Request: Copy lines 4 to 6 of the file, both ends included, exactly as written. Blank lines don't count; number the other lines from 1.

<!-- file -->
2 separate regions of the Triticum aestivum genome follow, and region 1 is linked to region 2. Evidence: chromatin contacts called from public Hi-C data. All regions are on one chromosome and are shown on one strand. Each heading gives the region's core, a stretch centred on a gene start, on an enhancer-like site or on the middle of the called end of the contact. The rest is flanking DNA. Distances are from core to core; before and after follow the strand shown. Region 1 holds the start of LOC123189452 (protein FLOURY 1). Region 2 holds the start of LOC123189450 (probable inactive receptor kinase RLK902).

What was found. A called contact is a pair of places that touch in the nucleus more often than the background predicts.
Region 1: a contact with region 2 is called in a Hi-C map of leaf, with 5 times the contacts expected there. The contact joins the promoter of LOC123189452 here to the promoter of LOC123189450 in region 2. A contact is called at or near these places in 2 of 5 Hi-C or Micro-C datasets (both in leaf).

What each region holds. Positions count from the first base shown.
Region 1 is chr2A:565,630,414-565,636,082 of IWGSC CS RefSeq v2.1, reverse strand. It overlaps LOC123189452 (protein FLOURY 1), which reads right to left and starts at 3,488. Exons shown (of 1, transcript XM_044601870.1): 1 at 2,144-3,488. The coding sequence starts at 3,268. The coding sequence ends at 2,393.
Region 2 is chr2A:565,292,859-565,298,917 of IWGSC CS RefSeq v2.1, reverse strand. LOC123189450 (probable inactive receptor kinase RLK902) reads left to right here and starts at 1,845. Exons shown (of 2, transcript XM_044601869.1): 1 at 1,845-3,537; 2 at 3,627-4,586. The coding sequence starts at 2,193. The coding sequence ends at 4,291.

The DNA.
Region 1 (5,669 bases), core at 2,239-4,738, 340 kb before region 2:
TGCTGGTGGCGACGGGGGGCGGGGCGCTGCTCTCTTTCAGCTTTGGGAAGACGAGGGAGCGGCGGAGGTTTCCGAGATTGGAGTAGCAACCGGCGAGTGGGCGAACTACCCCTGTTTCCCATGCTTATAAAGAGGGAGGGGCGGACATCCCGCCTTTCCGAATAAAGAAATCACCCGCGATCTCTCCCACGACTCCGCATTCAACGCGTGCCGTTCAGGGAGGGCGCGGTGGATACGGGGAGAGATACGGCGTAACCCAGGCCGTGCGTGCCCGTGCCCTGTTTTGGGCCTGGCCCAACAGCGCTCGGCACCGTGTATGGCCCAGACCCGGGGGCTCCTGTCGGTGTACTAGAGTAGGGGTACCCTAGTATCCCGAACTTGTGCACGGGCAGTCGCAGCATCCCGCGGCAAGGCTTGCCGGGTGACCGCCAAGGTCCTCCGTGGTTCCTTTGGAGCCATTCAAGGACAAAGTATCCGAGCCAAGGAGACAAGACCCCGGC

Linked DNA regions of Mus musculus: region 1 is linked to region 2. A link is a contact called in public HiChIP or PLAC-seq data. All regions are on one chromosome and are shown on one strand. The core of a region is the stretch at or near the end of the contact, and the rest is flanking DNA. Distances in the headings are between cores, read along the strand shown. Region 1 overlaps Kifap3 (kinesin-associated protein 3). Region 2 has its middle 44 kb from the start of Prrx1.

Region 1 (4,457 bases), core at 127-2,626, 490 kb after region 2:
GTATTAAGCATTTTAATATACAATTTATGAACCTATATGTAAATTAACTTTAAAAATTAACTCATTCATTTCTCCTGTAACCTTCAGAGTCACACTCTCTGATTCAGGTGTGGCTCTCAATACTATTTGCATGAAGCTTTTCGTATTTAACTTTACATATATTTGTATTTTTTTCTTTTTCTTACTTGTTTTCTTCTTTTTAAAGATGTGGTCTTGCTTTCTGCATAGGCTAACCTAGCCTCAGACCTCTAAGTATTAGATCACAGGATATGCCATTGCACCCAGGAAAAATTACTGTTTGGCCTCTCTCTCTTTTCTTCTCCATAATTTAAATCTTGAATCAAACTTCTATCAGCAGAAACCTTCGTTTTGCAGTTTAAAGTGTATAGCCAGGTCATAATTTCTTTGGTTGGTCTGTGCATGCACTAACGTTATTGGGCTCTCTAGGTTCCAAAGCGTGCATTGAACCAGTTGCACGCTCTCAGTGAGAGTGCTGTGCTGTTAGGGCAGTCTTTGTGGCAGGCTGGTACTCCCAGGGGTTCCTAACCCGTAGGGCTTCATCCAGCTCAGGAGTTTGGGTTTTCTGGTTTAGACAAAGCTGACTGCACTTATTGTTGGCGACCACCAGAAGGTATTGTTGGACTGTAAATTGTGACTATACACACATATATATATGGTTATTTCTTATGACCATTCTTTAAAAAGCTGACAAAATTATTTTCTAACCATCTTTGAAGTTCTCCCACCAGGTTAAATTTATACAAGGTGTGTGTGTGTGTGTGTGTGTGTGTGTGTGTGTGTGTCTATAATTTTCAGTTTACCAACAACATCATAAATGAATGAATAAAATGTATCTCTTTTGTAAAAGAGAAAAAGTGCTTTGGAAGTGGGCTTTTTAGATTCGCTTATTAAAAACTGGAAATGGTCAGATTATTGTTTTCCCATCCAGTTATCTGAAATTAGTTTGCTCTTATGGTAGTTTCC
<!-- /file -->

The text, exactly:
What each region holds. Positions count from the first base shown.
Region 1 is chr2A:565,630,414-565,636,082 of IWGSC CS RefSeq v2.1, reverse strand. It overlaps LOC123189452 (protein FLOURY 1), which reads right to left and starts at 3,488. Exons shown (of 1, transcript XM_044601870.1): 1 at 2,144-3,488. The coding sequence starts at 3,268. The coding sequence ends at 2,393.
Region 2 is chr2A:565,292,859-565,298,917 of IWGSC CS RefSeq v2.1, reverse strand. LOC123189450 (probable inactive receptor kinase RLK902) reads left to right here and starts at 1,845. Exons shown (of 2, transcript XM_044601869.1): 1 at 1,845-3,537; 2 at 3,627-4,586. The coding sequence starts at 2,193. The coding sequence ends at 4,291.